A new UC Davis study cautions that climate change will ‘tip’ without warning
Critics who denounce global warming cited this winter’s snowpocalypse storms on the East Coast as evidence that climate change doesn’t exist. But new research by environmental scientists at UC Davis rebuffs their red herring—perhaps once and for all.
“[C]limate change doesn’t necessarily mean that there is global warming; it means climates are going to be harder to predict,” said Alan Hastings, a UC Davis professor who recently unveiled these new findings. He, along with co-author and mathematician Derin Wysham, discovered that, unfortunately, changes in climate with potentially large consequences can happen without warning.
As Hastings put it, “Systems can ‘tip’ precipitously.”
Specifically, Hastings research notes that shifts in the Earth’s natural climate systems can be extreme and occur without warning, which may force radical changes on our world seemingly overnight.
“What we do know is that our world’s ecosystems are part of a very complex system, and it’s very hard to predict how things will result from continued pressures from energy use,” he said.
Hastings, who was awarded the Robert H. MacArthur Award in 2006, a top honor given by the Ecological Society of America, says that the negative consequences of his studies, titled “Regime Shifts in Ecological Systems Can Occur With No Warning,” include increased tropical pathogens, which cause human illness; natural disasters; sudden and drastic temperature changes; and impacts on food ripening and agriculture’s nutritional value.
As always, Hastings urges that climate-change research and policy be a government priority.
“If we are not careful, we may not be able to reverse these changes,” he said. “I don’t think it’s too late, but there needs to be action relatively quick in the ways humans use and produce energy and food.”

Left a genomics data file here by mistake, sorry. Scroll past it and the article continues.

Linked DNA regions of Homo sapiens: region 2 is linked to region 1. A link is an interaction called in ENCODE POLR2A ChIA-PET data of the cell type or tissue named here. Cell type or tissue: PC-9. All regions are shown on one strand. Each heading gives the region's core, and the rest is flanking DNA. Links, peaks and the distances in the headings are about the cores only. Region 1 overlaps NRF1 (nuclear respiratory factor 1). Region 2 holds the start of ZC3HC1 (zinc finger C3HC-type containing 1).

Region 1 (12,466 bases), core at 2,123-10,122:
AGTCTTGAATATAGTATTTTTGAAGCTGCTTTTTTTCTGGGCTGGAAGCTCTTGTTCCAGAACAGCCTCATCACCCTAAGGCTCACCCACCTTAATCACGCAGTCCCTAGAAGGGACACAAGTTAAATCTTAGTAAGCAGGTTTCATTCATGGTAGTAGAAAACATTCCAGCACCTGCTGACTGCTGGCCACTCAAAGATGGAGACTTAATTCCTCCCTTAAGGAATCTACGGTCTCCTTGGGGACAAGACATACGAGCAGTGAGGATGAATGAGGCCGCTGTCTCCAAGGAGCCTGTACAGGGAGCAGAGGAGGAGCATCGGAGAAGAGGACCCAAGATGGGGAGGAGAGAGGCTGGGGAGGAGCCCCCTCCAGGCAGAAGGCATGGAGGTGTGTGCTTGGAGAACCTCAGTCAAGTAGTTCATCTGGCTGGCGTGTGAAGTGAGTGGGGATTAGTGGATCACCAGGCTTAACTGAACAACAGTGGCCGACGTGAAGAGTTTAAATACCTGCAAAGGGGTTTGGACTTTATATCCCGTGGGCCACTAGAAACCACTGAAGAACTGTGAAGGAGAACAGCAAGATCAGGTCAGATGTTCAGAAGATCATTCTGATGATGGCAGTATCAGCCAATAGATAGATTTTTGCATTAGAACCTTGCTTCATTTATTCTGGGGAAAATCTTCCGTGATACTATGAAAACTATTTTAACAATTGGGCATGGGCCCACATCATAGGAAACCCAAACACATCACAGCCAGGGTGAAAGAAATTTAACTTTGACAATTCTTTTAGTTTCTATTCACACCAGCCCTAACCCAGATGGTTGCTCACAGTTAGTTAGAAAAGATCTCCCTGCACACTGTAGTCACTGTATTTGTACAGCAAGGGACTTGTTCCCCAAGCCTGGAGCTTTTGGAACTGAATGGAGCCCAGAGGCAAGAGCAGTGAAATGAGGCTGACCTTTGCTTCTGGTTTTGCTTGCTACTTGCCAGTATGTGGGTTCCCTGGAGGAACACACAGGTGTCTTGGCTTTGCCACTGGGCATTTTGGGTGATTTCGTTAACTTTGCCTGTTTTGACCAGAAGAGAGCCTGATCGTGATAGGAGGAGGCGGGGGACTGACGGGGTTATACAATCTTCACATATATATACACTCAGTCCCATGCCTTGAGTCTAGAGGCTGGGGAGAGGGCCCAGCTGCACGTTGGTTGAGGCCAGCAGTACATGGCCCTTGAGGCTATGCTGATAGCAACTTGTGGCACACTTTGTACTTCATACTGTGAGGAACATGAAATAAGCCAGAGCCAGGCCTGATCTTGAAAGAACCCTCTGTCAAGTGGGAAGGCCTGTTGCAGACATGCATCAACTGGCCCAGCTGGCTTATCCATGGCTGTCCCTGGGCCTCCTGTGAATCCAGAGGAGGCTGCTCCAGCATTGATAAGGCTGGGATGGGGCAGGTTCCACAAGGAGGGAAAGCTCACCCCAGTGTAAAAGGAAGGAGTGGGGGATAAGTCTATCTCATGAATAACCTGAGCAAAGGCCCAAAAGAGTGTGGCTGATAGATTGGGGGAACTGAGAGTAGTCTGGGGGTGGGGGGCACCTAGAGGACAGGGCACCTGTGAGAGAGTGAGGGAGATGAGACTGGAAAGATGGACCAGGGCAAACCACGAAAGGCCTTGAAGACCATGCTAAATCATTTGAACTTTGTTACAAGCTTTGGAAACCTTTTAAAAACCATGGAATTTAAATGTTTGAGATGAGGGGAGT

For many scientists at UC Davis, climate shifts will also affect their fields of study. Arnold Bloom, a professor of plant sciences at UC Davis, is currently worried about the Sierra Nevada snowpack melting and how that affects Sacramento.
“The sad part is that most Americans think climate change isn’t an important issue anymore,” said Bloom, who notes that hotter temperatures and shifts in the climate will cause faster and stronger runoff of the snowpack in the Sierra Nevadas, causing flooding.
Bloom reminds that Sacramento is the second-most-vulnerable city to flooding in the country, because most of Sacramento is 20 percent below river level.
UC Davis professor of land, air and water resources Louise Jackson agrees with Bloom’s findings. “It’s been shown that the Sierra snowpack will decrease quite a bit. It’s going to come as rain, and that means there is going to be less storage capacity,” she said.
Jackson also points out the domino effect of reduced snowpack, which includes increased moisture in the Delta. “[Climate change] is a long-term problem in that we know change is happening. What we need to do is try out more options in the here and now. Things that are not economically viable may help unforeseen changes,” she said.
“Our community needs to think of this issue as a long-term issue,” Bloom said. “They need to realize that certain patterns that they take for granted now may drastically change [in] 50 years.”